Let’s visualize that as a funnel for a second:
The “cast a wide net” approach I took meant there was a very dramatic narrowing after the application phase. This makes sense for a lot of reasons, but applying to a LOT of jobs was one of the reasons I was able to interview at a number of places.
Here are a couple more interesting data points from this whole application process:
- Companies that explicitly rejected me: 68 — this means that the rest just never replied to my application
- Companies from which I withdrew my application: 5
Reflections + Things I’ve Learned
I know that this was not necessarily the most strategic job application strategy.
At the end of the day, this was the best approach for me given my circumstances, but I definitely wouldn’t say it’s the best or even a good way to job hunt. This “wide net” approach — with the huge amount of time I spent filling out apps and the large number of rejections — definitely took a toll on my energy and my confidence over the course of several months. It would’ve been better to apply if I’d had an established network I could rely on.
It’s super common to submit an application, then never hear anything back.
About half of the companies I applied to totally ghosted me. A best practice for me was to submit a job application and then move on to the next one to avoid obsessing over a role I most likely wouldn’t hear back about.
I withdrew my application from a number of roles for a number of reasons.
Taking myself out of the running for jobs was painful because I wanted so badly to get a full-time developer job, but ultimately, I know that I made the right choice in all of these scenarios.
- I withdrew from two jobs because of the way I was treated during the interview process (more on this in my post about interviews)
- I withdrew from two jobs because the companies’ reviews on Glassdoor giving me major cause for concern about working for them (if you aren’t using Glassdoor to scope out companies you’re applying to, start doing so now — it may save you a lot of time and headaches)
- I withdrew from one other job because I would’ve been traveling Monday-Thursday as an engineering consultant, essentially. If I were 8 years younger and had no commitments (husband, dog, etc.), I maybe would have considered it as an exciting opportunity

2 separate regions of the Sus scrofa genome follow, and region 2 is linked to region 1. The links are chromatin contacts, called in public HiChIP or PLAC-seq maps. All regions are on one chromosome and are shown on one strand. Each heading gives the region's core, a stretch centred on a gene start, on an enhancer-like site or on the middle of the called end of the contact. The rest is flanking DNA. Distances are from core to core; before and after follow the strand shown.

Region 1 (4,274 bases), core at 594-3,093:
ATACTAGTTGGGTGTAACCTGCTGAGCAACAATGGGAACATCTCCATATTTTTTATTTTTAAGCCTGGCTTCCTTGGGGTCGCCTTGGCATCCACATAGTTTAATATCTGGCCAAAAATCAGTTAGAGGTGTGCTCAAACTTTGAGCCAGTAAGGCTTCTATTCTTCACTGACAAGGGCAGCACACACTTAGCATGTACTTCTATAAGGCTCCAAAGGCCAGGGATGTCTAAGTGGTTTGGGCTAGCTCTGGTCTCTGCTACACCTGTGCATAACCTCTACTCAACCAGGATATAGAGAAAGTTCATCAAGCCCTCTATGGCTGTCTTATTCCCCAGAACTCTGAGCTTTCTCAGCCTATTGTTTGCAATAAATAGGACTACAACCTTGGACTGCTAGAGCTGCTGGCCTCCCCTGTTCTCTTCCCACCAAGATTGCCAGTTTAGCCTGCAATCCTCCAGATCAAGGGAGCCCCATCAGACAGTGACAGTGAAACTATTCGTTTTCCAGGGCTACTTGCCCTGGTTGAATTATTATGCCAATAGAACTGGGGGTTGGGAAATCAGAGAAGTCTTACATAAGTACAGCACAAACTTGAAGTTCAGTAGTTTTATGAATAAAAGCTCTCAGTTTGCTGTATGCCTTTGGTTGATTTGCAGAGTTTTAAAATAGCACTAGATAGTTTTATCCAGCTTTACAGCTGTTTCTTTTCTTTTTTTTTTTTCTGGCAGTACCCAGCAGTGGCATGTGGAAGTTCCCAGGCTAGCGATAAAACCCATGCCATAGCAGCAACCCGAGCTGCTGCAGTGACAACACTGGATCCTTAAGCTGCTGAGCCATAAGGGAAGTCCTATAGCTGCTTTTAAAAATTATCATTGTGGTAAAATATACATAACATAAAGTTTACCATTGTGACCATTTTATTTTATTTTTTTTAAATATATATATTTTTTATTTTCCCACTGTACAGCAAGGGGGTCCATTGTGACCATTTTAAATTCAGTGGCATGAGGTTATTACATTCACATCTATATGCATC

I had to make some decisions based on the tradeoffs I had decided I was willing and unwilling to make.
I turned down an offer for a 1-month contract “trial period” in a job that would’ve been an incredible fit — working on a platform that revolved around making literature accessible, working remotely, great pay — but I couldn’t afford not to have benefits for a month. Taking a role with no guarantee that it would last longer than the first month also seemed like a risky way to start my new career. Maybe this was imposter syndrome at work, but I felt it was important to go into this new field with some sense of stability.
The above two points bring me to my last reflection for this post: as an applicant and someone new to the field, it can feel like the companies/hiring managers hold all the power because they hold the key to the thing you want: a job. But you should be assessing fit, what you are willing to compromise on, and how you are treated throughout the process to determine if a workplace deserves you.
Based on my experience in previous jobs, I’d personally rather continue my search than hastily accept a job that treats me poorly or isn’t set up to support employee growth and retention while delivering on their product. I’ve learned to spot some warning signs of this in my time interviewing in both the tech field and in education — I would be happy to write more about that if there’s interest. At the end of the day, if there’s one thing I’ve learned throughout this process, there will always be another opportunity if the right one isn’t in front of you now.
More to come about the interviews I went on in my next post! Please feel free to share any constructive feedback on this post or questions you have for me about my job search.